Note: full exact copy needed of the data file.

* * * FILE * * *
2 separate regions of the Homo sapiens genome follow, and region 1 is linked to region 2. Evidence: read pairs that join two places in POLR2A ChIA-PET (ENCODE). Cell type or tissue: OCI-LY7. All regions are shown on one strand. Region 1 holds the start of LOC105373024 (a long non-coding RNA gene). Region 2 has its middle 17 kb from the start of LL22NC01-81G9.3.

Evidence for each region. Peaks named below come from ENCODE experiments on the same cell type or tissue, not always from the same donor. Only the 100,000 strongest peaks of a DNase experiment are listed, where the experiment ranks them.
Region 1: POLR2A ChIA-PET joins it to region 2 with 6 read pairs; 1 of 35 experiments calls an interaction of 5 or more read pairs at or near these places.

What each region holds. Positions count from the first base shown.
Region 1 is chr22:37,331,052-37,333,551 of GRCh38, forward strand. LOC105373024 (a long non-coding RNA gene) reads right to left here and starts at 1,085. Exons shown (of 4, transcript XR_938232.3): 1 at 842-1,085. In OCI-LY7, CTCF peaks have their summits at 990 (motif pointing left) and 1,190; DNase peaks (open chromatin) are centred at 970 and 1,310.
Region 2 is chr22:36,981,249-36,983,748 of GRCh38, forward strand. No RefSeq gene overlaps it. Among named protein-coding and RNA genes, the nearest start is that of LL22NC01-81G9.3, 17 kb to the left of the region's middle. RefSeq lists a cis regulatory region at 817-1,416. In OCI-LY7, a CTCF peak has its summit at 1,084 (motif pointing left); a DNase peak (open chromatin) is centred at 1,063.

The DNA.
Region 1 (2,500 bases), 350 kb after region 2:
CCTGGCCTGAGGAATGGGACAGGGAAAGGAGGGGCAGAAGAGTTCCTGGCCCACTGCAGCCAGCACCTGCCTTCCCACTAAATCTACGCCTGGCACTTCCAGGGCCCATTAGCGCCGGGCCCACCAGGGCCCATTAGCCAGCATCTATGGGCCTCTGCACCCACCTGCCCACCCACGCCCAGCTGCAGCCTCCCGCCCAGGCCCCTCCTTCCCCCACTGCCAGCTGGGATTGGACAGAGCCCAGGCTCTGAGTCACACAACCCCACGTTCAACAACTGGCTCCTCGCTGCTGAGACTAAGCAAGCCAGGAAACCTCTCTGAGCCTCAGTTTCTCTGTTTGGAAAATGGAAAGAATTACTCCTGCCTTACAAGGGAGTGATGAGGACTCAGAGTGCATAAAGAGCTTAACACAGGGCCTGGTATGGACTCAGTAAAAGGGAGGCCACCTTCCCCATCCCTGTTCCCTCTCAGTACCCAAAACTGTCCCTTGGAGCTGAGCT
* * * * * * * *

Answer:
2 separate regions of the Homo sapiens genome follow, and region 1 is linked to region 2. Evidence: read pairs that join two places in POLR2A ChIA-PET (ENCODE). Cell type or tissue: OCI-LY7. All regions are shown on one strand. Region 1 holds the start of LOC105373024 (a long non-coding RNA gene). Region 2 has its middle 17 kb from the start of LL22NC01-81G9.3.

Evidence for each region. Peaks named below come from ENCODE experiments on the same cell type or tissue, not always from the same donor. Only the 100,000 strongest peaks of a DNase experiment are listed, where the experiment ranks them.
Region 1: POLR2A ChIA-PET joins it to region 2 with 6 read pairs; 1 of 35 experiments calls an interaction of 5 or more read pairs at or near these places.

What each region holds. Positions count from the first base shown.
Region 1 is chr22:37,331,052-37,333,551 of GRCh38, forward strand. LOC105373024 (a long non-coding RNA gene) reads right to left here and starts at 1,085. Exons shown (of 4, transcript XR_938232.3): 1 at 842-1,085. In OCI-LY7, CTCF peaks have their summits at 990 (motif pointing left) and 1,190; DNase peaks (open chromatin) are centred at 970 and 1,310.
Region 2 is chr22:36,981,249-36,983,748 of GRCh38, forward strand. No RefSeq gene overlaps it. Among named protein-coding and RNA genes, the nearest start is that of LL22NC01-81G9.3, 17 kb to the left of the region's middle. RefSeq lists a cis regulatory region at 817-1,416. In OCI-LY7, a CTCF peak has its summit at 1,084 (motif pointing left); a DNase peak (open chromatin) is centred at 1,063.

The DNA.
Region 1 (2,500 bases), 350 kb after region 2:
CCTGGCCTGAGGAATGGGACAGGGAAAGGAGGGGCAGAAGAGTTCCTGGCCCACTGCAGCCAGCACCTGCCTTCCCACTAAATCTACGCCTGGCACTTCCAGGGCCCATTAGCGCCGGGCCCACCAGGGCCCATTAGCCAGCATCTATGGGCCTCTGCACCCACCTGCCCACCCACGCCCAGCTGCAGCCTCCCGCCCAGGCCCCTCCTTCCCCCACTGCCAGCTGGGATTGGACAGAGCCCAGGCTCTGAGTCACACAACCCCACGTTCAACAACTGGCTCCTCGCTGCTGAGACTAAGCAAGCCAGGAAACCTCTCTGAGCCTCAGTTTCTCTGTTTGGAAAATGGAAAGAATTACTCCTGCCTTACAAGGGAGTGATGAGGACTCAGAGTGCATAAAGAGCTTAACACAGGGCCTGGTATGGACTCAGTAAAAGGGAGGCCACCTTCCCCATCCCTGTTCCCTCTCAGTACCCAAAACTGTCCCTTGGAGCTGAGCT